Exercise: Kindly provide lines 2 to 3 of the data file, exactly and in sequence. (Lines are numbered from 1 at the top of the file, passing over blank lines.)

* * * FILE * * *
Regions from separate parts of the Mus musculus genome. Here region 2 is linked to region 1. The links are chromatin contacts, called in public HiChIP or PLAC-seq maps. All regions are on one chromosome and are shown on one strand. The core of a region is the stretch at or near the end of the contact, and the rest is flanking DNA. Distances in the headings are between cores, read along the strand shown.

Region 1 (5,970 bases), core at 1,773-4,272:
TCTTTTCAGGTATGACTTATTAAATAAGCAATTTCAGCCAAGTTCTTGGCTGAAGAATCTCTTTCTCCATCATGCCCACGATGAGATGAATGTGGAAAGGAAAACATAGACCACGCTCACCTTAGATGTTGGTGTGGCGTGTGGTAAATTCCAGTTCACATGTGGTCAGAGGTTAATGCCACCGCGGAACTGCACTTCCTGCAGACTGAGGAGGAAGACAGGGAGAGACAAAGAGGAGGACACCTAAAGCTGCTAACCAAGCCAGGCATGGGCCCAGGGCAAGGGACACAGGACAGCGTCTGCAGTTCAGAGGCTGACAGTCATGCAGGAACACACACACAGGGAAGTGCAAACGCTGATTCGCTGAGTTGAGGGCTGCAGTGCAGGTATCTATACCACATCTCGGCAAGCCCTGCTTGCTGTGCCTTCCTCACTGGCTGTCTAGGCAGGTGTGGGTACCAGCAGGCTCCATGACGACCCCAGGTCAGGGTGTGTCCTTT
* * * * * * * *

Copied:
Region 1 (5,970 bases), core at 1,773-4,272:
TCTTTTCAGGTATGACTTATTAAATAAGCAATTTCAGCCAAGTTCTTGGCTGAAGAATCTCTTTCTCCATCATGCCCACGATGAGATGAATGTGGAAAGGAAAACATAGACCACGCTCACCTTAGATGTTGGTGTGGCGTGTGGTAAATTCCAGTTCACATGTGGTCAGAGGTTAATGCCACCGCGGAACTGCACTTCCTGCAGACTGAGGAGGAAGACAGGGAGAGACAAAGAGGAGGACACCTAAAGCTGCTAACCAAGCCAGGCATGGGCCCAGGGCAAGGGACACAGGACAGCGTCTGCAGTTCAGAGGCTGACAGTCATGCAGGAACACACACACAGGGAAGTGCAAACGCTGATTCGCTGAGTTGAGGGCTGCAGTGCAGGTATCTATACCACATCTCGGCAAGCCCTGCTTGCTGTGCCTTCCTCACTGGCTGTCTAGGCAGGTGTGGGTACCAGCAGGCTCCATGACGACCCCAGGTCAGGGTGTGTCCTTT